Yellow native blooms abound across the Chesapeake watershed in August. These are easy to care for, pollinator friendly perennials for sale near you that are fun to grow!
The native perennial sunflower (Helianthus divaricatus) above is a loosely growing perennial that thrives in part shade and is tolerant of all sorts of soils. It can grow to 2′ to 6′. Given its loose form, it’s best for a natural style of planting.
Black eyed susans (Rudbeckia), below, are easy to grow, dependable, long flowering staples of August gardens in the Chesapeake. They grow well in our clay soils and most will spread or can be easily divided. There are several rudbeckia native to the Chesapeake and you can make your choices based on whether you have full sun or part shade, dry or moist soil and a preference for a long lived perennial or are amenable to a shorter lived one. Rudbeckias brighten any spot and are a really great way to fill in for an abundant August garden.
Rudbeckia fulgida, above, is most common across the Chesapeake watershed. In August there is no more prolific a bloomer in sun or part shade. Pollinators love it and birds will eat the seeds well into winter. If you grow black eyed susans, please consider leaving the seed heads until a spring clean up. You’ll be doing the birds a big favor.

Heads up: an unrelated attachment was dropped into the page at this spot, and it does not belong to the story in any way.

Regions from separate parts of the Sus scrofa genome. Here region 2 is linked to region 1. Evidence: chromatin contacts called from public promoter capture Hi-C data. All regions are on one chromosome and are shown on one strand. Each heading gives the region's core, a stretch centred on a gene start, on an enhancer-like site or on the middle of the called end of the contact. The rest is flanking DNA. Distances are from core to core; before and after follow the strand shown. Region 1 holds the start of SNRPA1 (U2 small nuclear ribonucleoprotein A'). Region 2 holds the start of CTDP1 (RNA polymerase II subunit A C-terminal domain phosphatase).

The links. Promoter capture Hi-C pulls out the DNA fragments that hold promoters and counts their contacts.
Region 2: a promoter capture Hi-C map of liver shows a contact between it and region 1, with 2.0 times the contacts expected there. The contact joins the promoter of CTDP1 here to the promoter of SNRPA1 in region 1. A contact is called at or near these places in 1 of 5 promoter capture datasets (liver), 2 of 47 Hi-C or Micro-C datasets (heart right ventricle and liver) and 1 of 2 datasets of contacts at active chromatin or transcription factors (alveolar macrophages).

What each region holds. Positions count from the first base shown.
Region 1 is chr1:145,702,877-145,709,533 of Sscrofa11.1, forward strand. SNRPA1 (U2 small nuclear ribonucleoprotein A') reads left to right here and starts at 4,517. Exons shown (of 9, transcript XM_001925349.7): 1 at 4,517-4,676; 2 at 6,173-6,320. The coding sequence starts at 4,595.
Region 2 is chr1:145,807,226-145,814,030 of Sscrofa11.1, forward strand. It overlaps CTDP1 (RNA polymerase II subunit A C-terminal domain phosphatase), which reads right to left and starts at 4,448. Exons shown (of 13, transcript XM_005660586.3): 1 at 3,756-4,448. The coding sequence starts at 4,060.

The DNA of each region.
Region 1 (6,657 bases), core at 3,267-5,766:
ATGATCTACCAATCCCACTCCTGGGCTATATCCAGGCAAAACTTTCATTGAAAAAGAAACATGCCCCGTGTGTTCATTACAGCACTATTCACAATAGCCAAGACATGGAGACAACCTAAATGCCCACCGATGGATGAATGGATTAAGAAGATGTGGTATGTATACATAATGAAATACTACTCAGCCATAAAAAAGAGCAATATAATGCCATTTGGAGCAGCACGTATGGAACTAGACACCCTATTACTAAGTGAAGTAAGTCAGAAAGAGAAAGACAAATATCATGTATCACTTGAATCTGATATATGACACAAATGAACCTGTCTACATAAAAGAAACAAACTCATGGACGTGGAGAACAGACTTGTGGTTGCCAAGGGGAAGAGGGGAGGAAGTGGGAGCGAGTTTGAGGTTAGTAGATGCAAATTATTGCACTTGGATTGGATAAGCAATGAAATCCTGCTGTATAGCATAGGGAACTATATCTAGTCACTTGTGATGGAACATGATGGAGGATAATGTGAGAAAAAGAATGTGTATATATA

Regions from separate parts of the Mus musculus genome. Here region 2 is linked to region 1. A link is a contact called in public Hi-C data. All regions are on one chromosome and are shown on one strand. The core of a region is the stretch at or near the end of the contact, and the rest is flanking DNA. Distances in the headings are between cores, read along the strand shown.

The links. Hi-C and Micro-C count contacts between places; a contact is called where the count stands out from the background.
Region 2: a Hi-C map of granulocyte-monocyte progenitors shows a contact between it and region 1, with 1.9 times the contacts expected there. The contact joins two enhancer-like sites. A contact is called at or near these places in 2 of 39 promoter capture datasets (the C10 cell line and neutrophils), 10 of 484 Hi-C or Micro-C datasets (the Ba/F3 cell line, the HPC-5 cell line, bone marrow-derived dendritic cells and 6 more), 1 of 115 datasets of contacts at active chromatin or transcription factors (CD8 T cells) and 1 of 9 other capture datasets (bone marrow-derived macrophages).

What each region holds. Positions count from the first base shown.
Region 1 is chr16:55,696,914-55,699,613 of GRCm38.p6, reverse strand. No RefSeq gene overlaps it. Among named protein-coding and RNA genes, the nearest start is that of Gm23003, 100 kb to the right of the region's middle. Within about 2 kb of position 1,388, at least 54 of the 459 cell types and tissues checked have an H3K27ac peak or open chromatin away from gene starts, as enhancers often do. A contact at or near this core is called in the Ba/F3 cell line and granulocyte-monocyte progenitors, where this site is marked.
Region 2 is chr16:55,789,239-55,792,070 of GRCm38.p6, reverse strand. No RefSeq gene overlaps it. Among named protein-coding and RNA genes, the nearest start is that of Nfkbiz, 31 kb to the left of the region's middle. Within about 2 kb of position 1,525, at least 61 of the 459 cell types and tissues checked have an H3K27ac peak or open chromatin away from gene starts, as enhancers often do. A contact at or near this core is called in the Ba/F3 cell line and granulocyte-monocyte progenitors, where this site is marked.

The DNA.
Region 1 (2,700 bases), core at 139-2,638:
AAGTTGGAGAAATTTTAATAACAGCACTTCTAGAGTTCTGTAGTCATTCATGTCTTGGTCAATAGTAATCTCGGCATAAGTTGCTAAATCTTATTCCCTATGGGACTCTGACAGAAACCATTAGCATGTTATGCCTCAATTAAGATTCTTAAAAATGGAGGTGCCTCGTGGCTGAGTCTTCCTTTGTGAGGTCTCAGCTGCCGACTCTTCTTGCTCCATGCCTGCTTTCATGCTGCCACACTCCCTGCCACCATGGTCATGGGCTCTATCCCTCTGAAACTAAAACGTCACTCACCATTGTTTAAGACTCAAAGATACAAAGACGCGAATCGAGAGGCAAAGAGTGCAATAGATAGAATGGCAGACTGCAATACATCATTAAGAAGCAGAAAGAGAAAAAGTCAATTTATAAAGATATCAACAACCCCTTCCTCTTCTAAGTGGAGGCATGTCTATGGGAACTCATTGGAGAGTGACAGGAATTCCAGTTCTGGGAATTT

Rudbeckia triloba is a smaller rudbeckia with gold flowers with brown centers that lives only a season or two. However, it reseeds readily and is a great filler plant if you have bare spots you want to cover or an area that you are not ready to plant permanently yet but want to fill.
Cut leafed coneflower (Rudbeckia lacianata) above is a tall Rudbeckia, 5′ to 6′ with yellow flowers around a lime green center. Since these are taller, they will flop if not cut back by at least a third in late June or so. This rudbeckia grows better in moist soils. It’s a tall perennial and doesn’t grow as densely as black eyed susan. They are great for the back of borders or any place you want a tall flower.
Tickseed (Coreopsis) is another easy to grow perennial and the shortest of the bunch here but is still 2 to 3 feet high and has a long bloom period. It tolerates a variety of soils and can withstand drought and moister conditions.
For a list and description of the many cultivars of rudbeckia from the Clemson University Extension Service, please click here.
For a list and ratings of ten commonly available tickseeds by the Mt. Cuba Center, please click here.